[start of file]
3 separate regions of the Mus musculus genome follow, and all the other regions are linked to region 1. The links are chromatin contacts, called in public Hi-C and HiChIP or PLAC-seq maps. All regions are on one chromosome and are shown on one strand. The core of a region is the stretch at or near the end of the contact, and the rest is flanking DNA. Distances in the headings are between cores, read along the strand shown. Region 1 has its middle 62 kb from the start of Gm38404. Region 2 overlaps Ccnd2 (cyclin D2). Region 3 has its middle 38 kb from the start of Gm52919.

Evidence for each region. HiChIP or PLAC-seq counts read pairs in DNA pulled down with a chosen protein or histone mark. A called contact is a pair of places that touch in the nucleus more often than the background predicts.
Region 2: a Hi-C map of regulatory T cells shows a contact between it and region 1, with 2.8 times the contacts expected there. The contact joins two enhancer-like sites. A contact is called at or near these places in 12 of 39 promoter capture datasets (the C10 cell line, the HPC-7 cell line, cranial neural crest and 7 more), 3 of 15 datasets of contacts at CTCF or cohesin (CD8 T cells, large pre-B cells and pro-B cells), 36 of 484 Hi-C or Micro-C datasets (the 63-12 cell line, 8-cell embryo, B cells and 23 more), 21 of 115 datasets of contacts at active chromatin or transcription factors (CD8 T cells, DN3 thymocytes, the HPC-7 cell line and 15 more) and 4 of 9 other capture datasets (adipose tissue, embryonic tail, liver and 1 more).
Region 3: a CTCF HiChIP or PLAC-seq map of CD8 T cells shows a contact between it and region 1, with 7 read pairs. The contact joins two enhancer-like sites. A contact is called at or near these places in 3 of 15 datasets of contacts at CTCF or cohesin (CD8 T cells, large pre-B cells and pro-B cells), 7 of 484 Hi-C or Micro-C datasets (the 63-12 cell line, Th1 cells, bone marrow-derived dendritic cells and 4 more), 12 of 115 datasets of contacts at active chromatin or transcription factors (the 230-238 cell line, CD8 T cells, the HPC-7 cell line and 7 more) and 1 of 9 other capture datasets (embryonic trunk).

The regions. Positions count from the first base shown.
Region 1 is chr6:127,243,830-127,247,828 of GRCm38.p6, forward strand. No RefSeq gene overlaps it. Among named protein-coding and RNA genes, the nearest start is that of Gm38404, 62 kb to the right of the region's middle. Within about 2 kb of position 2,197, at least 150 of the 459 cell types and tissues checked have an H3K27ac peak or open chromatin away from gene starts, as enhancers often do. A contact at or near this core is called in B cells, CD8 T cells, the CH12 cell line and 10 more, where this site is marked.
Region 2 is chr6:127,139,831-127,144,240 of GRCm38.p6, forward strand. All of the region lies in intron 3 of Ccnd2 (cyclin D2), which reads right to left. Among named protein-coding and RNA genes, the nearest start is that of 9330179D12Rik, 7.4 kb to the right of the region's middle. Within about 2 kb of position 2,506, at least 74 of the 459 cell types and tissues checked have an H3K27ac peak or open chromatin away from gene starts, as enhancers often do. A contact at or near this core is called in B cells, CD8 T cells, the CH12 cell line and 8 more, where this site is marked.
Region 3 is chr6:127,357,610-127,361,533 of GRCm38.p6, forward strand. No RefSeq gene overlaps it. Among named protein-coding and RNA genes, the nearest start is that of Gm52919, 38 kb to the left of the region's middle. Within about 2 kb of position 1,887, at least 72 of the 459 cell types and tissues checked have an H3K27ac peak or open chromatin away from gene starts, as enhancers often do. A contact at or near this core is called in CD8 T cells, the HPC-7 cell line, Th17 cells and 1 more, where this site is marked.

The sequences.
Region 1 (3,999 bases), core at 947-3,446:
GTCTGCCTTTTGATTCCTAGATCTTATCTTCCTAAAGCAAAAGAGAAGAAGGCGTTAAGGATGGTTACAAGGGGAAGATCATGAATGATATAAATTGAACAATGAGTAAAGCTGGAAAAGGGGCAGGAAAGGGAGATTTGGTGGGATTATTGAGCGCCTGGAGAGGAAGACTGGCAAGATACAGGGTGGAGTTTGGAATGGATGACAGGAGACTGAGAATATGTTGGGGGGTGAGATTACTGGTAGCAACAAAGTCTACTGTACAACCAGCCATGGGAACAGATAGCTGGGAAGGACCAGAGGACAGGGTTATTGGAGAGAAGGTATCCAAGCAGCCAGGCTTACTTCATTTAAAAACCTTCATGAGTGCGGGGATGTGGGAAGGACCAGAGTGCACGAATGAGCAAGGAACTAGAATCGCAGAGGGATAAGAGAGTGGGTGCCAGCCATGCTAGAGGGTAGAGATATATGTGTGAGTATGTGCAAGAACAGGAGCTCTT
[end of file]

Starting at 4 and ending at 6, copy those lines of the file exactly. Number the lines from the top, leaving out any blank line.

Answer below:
Region 3: a CTCF HiChIP or PLAC-seq map of CD8 T cells shows a contact between it and region 1, with 7 read pairs. The contact joins two enhancer-like sites. A contact is called at or near these places in 3 of 15 datasets of contacts at CTCF or cohesin (CD8 T cells, large pre-B cells and pro-B cells), 7 of 484 Hi-C or Micro-C datasets (the 63-12 cell line, Th1 cells, bone marrow-derived dendritic cells and 4 more), 12 of 115 datasets of contacts at active chromatin or transcription factors (the 230-238 cell line, CD8 T cells, the HPC-7 cell line and 7 more) and 1 of 9 other capture datasets (embryonic trunk).

The regions. Positions count from the first base shown.
Region 1 is chr6:127,243,830-127,247,828 of GRCm38.p6, forward strand. No RefSeq gene overlaps it. Among named protein-coding and RNA genes, the nearest start is that of Gm38404, 62 kb to the right of the region's middle. Within about 2 kb of position 2,197, at least 150 of the 459 cell types and tissues checked have an H3K27ac peak or open chromatin away from gene starts, as enhancers often do. A contact at or near this core is called in B cells, CD8 T cells, the CH12 cell line and 10 more, where this site is marked.